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Dr. Keator has dedicated her career to the field of pediatric epilepsy, in part because there is always something new to learn, and especially because great strides are constantly being made in the medical treatments available to kids who are diagnosed with this condition. These advances make profound differences in the lives of children and their families. On a daily basis Dr. Keator witnesses children outgrow the condition, go into remission or find effective treatment.
"I wanted to go into medicine my whole life. And I also knew I wanted to help children. Most kids change their minds a million times but I didn’t. I always knew I wanted to do this," says Dr. Keator. Today, she is proud to doctor at Cook Children's and an integral part of a neurology team that is making such huge difference in the lives of children.
Her study of pediatric epilepsy and dedication to those who have it extends well beyond one-on-one interaction with patients. Dr. Keator is active in the Epilepsy Foundation of Texas, a program that offers children statewide support and education, and even provides summer camps for children with epilepsy.
All children want to be physically active and that is a common ground she shares with patients. Having spent her residency in Colorado she has become an avid skier with Copper Mountain being a favorite.
Dr. Keator holds another unique distinction: she competed in the Miss America Pageant, and while she could have played the piano for her talent portion of the competition, she chose instead to perform a ventriloquist act.
She is married and has two dogs, has a lot of energy and is definitely a morning person.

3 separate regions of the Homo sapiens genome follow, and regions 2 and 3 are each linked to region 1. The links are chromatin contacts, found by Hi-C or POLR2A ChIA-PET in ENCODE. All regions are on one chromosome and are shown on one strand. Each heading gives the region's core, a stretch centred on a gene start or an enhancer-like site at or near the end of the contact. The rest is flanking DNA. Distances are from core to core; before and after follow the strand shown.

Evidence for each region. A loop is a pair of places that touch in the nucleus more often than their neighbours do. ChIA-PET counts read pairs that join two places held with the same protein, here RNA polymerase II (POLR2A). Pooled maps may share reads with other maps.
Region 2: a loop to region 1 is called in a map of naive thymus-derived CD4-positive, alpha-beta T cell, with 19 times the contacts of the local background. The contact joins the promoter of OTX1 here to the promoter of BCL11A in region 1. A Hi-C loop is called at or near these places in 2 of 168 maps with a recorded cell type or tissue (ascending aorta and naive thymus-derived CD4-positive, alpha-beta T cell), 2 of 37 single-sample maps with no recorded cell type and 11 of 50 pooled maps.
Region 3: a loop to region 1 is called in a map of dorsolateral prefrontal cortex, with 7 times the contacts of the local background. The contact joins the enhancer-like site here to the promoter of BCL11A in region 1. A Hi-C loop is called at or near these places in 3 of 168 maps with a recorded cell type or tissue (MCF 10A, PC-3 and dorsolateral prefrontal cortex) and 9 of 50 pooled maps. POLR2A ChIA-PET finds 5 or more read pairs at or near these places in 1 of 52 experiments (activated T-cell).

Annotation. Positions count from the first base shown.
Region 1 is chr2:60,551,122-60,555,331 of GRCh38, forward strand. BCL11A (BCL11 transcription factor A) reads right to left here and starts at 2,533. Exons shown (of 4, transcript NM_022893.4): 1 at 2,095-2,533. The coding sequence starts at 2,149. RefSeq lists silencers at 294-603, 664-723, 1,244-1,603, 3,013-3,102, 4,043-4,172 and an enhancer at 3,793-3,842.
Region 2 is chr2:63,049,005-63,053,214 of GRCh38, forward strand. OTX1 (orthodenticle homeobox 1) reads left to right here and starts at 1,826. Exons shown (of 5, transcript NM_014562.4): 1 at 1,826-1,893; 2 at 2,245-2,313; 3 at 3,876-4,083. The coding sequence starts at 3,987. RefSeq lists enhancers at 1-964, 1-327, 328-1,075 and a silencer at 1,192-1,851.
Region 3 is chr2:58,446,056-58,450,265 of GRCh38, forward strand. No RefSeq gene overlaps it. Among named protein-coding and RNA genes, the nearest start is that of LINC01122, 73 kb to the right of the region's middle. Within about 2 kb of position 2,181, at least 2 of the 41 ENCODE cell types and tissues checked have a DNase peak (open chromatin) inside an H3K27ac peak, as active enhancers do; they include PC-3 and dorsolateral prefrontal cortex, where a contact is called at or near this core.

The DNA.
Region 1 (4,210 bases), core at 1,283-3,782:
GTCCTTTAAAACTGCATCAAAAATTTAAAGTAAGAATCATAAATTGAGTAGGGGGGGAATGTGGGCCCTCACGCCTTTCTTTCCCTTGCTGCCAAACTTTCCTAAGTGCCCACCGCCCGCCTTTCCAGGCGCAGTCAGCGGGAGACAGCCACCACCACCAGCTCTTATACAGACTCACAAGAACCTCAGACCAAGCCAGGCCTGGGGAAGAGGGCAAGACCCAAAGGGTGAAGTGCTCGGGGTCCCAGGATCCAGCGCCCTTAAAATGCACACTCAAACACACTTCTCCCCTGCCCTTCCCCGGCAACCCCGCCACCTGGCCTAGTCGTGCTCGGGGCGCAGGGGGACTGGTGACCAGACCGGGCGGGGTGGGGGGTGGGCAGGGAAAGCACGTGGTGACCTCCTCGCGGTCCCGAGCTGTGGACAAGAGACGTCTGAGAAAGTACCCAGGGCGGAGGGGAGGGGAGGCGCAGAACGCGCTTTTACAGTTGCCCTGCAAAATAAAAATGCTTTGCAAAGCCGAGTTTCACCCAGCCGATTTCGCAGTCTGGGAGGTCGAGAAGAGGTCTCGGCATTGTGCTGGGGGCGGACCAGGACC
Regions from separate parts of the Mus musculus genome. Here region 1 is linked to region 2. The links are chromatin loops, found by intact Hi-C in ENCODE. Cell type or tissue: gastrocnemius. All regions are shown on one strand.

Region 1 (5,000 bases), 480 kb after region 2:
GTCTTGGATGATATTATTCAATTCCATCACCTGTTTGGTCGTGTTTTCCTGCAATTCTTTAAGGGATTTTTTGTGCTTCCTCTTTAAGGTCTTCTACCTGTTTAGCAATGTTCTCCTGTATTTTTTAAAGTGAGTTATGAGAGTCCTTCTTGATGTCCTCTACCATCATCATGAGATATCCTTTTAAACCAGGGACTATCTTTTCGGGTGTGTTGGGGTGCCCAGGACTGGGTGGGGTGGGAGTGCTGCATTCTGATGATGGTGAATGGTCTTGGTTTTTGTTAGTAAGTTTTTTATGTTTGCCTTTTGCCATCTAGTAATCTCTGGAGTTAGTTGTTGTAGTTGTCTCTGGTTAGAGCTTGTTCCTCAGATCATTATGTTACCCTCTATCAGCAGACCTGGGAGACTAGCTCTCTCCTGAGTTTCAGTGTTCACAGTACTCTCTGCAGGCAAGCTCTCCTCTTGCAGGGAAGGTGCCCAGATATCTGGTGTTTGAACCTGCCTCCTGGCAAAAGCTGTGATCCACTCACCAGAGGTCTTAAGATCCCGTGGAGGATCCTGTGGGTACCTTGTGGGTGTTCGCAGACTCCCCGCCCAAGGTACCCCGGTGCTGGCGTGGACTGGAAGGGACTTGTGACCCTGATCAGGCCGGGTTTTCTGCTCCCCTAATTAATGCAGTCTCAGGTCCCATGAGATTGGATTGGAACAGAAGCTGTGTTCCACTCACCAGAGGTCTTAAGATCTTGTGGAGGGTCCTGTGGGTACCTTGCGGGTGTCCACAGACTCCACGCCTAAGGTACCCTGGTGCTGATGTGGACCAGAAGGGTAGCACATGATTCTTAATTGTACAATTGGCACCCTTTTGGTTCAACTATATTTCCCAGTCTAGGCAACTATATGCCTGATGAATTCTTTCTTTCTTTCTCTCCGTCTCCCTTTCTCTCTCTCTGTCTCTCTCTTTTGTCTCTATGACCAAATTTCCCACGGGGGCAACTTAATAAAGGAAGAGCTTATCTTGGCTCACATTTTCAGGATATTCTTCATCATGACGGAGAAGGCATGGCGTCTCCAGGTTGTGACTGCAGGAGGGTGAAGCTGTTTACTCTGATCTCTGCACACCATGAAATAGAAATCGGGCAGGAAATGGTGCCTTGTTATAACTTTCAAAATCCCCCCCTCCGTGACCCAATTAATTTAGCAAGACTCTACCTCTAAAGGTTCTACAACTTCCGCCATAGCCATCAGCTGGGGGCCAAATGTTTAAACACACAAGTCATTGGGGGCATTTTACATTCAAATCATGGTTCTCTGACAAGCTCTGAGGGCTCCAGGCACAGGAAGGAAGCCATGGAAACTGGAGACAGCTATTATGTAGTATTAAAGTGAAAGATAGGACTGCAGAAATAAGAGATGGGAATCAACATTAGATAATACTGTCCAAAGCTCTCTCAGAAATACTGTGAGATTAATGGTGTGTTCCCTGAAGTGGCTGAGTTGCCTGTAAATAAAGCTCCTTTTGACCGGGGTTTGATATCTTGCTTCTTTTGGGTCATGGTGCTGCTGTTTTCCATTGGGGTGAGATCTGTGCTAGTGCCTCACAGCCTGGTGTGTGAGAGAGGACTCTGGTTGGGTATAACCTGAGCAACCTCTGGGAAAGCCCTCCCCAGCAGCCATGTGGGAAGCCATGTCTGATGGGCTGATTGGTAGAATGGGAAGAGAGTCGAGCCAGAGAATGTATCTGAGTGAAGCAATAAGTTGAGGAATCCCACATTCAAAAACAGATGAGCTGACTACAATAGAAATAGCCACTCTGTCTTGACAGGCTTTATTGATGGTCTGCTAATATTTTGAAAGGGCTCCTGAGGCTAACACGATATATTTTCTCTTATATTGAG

PublicationsBook Review: Color Atlas of Neurology, Journal of Child Neurology, accepted 2015, pending publication.
How should children with West syndrome be efficiently and accurately investigated? Results from the National Infantile Spasms Consortium; E Wirrell, C Joshi, R Shellhaas, C Keator, S Kumar, W Mitchell on behalf of the Pediatric Epilepsy Research Consortium; Epilepsia; March, 2015.
AbstractsDivision of Child Neurology, School of Hematology/Oncology and Bone Marrow Transplantation Department of Pediatrics, Mountain States Regional Hemophilia and Thrombosis Center, and Pediatric Stroke Program, University of Colorado, Denver and The Children's Hospital. Prevalence, Treatments, and Outcomes of Antiphospholipid Antibody Positive-Childhood Arterial Ischemic Stroke: Findings from The Children's Hospital,Colorado Cohort. February 2008.
Division of Child Neurology, School of Hematology/Oncology and Bone Marrow Transplantation Department of Pediatrics, Mountain States Regional Hemophilia And Thrombosis Center, and Pediatric Stroke Program, University of Colorado, Denver and The Children’s Hospital.
Division of Child Neurology, Epilepsy Program, University of Colorado, Denver and The Children’s Hospital Probability of Developing Epilepsy in Pediatric Arterial Ischemic Stroke, June 2010.
Division of Child Neurology, Comprehensive Epilepsy Program.
Children’s Hospital Colorado, University of Colorado, Anschutz Medical Campus. Evolution of Seizures on Continuous Video EEG in Pediatric Abusive Head Trauma, Cynthia G. Keator MD, Daniel Arndt MD, Nicholas V. Stence MD, Brent O’Neill MD, Amy Brooks-Kayal MD, Kevin E. Chapman MD. June 2012.
KCNQ2 p.Arg198Gln, a gain-of-function variant presenting recurrently as West syndrome without preceding neonatal seizures; John J. Millichap, Francesco Miceli, Baouyen Tran, Cynthia Keator, Nishtha Joshi, Maurizio Taglialatela, Edward C. Cooper. 2015.
Etiology and Development are Not Significant Predictors of Treatment Response in Infantile Spasms, NISC, 2015.
Research experiencePrimary Investigator: Pediatric Epilepsy Research Consortium: NISC study- National Infantile Spasm Consortium; January 2013 - present.
Primary Investigator: Pediatric Epilepsy Research Consortium: EOEC study- Early Onset Epilepsy Consortium; August 2014 - present.
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